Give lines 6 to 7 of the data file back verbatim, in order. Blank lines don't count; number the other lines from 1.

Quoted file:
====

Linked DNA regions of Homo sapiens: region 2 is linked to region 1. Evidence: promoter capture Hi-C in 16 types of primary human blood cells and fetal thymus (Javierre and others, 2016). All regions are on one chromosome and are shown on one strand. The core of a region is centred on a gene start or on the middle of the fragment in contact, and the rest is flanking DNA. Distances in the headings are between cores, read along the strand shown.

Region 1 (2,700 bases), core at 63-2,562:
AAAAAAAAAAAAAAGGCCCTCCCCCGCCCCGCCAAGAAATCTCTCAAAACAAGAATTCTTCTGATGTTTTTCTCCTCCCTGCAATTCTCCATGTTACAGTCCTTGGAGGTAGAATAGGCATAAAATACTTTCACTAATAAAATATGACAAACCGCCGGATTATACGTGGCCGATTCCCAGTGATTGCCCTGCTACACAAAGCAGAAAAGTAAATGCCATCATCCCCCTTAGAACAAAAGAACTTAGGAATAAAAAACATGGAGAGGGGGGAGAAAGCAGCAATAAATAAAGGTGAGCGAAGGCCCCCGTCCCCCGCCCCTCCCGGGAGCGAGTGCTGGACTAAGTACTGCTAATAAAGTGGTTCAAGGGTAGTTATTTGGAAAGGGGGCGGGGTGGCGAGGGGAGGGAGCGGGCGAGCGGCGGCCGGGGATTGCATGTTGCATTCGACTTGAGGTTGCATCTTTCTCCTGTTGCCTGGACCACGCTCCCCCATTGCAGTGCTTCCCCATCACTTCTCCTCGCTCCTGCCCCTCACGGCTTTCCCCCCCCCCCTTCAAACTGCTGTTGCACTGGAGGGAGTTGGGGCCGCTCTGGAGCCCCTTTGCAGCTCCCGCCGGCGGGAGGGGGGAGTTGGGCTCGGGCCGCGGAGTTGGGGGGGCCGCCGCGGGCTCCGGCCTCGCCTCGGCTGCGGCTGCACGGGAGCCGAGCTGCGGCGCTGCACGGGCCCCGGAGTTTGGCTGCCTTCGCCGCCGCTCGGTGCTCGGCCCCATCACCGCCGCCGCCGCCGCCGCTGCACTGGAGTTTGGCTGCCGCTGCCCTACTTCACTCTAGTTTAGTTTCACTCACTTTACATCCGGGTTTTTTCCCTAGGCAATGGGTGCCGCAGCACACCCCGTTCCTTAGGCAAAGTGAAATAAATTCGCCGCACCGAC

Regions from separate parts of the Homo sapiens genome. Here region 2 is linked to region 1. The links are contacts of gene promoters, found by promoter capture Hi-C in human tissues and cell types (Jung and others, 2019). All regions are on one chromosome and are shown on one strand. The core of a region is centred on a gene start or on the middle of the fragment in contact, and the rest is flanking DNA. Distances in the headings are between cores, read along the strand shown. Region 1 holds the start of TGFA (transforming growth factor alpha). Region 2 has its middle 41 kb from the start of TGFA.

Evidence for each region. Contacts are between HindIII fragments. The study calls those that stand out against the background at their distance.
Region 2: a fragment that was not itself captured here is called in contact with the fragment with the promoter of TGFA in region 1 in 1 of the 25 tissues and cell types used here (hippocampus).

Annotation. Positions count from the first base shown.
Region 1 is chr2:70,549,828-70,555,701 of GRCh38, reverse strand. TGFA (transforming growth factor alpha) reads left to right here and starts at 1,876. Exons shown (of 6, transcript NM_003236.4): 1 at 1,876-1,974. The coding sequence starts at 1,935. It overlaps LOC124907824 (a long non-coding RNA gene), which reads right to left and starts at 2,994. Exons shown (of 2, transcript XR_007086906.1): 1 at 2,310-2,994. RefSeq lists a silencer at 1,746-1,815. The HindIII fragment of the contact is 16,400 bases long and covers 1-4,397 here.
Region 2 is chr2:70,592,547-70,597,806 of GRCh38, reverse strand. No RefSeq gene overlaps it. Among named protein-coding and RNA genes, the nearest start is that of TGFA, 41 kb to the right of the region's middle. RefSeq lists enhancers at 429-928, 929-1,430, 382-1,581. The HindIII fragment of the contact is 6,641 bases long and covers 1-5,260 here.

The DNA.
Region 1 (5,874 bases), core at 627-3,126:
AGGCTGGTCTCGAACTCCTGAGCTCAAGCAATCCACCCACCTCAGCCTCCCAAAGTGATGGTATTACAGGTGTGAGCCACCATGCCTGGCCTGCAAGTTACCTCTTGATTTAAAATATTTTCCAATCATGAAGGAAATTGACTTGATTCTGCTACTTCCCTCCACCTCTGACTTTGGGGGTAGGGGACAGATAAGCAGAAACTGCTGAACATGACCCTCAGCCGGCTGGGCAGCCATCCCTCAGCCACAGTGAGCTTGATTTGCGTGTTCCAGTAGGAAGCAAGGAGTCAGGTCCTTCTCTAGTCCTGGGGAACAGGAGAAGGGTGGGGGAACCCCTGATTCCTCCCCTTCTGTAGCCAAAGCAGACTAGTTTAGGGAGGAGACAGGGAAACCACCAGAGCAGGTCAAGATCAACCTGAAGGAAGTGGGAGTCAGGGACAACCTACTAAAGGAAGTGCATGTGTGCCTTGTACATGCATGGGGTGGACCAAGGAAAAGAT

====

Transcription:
Region 2: a fragment that was not itself captured here is called in contact with the fragment with the promoter of TGFA in region 1 in 1 of the 25 tissues and cell types used here (hippocampus).

Annotation. Positions count from the first base shown.